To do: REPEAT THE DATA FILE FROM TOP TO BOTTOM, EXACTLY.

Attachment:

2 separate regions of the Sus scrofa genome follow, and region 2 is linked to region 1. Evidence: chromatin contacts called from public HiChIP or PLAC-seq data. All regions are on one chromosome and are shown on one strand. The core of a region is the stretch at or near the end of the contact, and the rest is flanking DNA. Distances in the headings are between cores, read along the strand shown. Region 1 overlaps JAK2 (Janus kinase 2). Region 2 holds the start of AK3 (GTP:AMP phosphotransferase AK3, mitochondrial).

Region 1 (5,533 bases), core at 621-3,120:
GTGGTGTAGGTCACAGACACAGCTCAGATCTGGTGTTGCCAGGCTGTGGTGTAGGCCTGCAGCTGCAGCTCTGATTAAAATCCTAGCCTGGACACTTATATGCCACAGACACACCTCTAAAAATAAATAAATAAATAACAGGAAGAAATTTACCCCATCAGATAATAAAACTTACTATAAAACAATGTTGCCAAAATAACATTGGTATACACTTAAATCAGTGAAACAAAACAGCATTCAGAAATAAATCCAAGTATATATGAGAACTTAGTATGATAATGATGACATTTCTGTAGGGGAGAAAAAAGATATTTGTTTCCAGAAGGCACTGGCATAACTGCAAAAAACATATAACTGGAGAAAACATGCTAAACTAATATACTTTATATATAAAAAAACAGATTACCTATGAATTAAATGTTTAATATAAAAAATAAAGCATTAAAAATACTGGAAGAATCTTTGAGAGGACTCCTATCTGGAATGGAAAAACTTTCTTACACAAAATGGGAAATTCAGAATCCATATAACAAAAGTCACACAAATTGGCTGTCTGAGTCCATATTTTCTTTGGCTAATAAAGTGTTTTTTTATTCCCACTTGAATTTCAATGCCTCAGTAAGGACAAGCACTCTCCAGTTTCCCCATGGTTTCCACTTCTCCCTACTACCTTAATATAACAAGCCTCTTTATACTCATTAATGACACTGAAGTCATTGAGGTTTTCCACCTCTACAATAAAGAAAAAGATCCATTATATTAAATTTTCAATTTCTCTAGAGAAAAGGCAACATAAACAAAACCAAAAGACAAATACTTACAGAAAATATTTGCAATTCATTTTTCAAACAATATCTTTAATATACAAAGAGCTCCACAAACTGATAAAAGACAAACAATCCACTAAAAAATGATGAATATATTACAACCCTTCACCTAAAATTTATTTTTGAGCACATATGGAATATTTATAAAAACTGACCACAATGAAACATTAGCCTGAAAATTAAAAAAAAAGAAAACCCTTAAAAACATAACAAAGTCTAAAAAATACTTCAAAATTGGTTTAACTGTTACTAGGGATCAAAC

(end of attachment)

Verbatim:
2 separate regions of the Sus scrofa genome follow, and region 2 is linked to region 1. Evidence: chromatin contacts called from public HiChIP or PLAC-seq data. All regions are on one chromosome and are shown on one strand. The core of a region is the stretch at or near the end of the contact, and the rest is flanking DNA. Distances in the headings are between cores, read along the strand shown. Region 1 overlaps JAK2 (Janus kinase 2). Region 2 holds the start of AK3 (GTP:AMP phosphotransferase AK3, mitochondrial).

Region 1 (5,533 bases), core at 621-3,120:
GTGGTGTAGGTCACAGACACAGCTCAGATCTGGTGTTGCCAGGCTGTGGTGTAGGCCTGCAGCTGCAGCTCTGATTAAAATCCTAGCCTGGACACTTATATGCCACAGACACACCTCTAAAAATAAATAAATAAATAACAGGAAGAAATTTACCCCATCAGATAATAAAACTTACTATAAAACAATGTTGCCAAAATAACATTGGTATACACTTAAATCAGTGAAACAAAACAGCATTCAGAAATAAATCCAAGTATATATGAGAACTTAGTATGATAATGATGACATTTCTGTAGGGGAGAAAAAAGATATTTGTTTCCAGAAGGCACTGGCATAACTGCAAAAAACATATAACTGGAGAAAACATGCTAAACTAATATACTTTATATATAAAAAAACAGATTACCTATGAATTAAATGTTTAATATAAAAAATAAAGCATTAAAAATACTGGAAGAATCTTTGAGAGGACTCCTATCTGGAATGGAAAAACTTTCTTACACAAAATGGGAAATTCAGAATCCATATAACAAAAGTCACACAAATTGGCTGTCTGAGTCCATATTTTCTTTGGCTAATAAAGTGTTTTTTTATTCCCACTTGAATTTCAATGCCTCAGTAAGGACAAGCACTCTCCAGTTTCCCCATGGTTTCCACTTCTCCCTACTACCTTAATATAACAAGCCTCTTTATACTCATTAATGACACTGAAGTCATTGAGGTTTTCCACCTCTACAATAAAGAAAAAGATCCATTATATTAAATTTTCAATTTCTCTAGAGAAAAGGCAACATAAACAAAACCAAAAGACAAATACTTACAGAAAATATTTGCAATTCATTTTTCAAACAATATCTTTAATATACAAAGAGCTCCACAAACTGATAAAAGACAAACAATCCACTAAAAAATGATGAATATATTACAACCCTTCACCTAAAATTTATTTTTGAGCACATATGGAATATTTATAAAAACTGACCACAATGAAACATTAGCCTGAAAATTAAAAAAAAAGAAAACCCTTAAAAACATAACAAAGTCTAAAAAATACTTCAAAATTGGTTTAACTGTTACTAGGGATCAAAC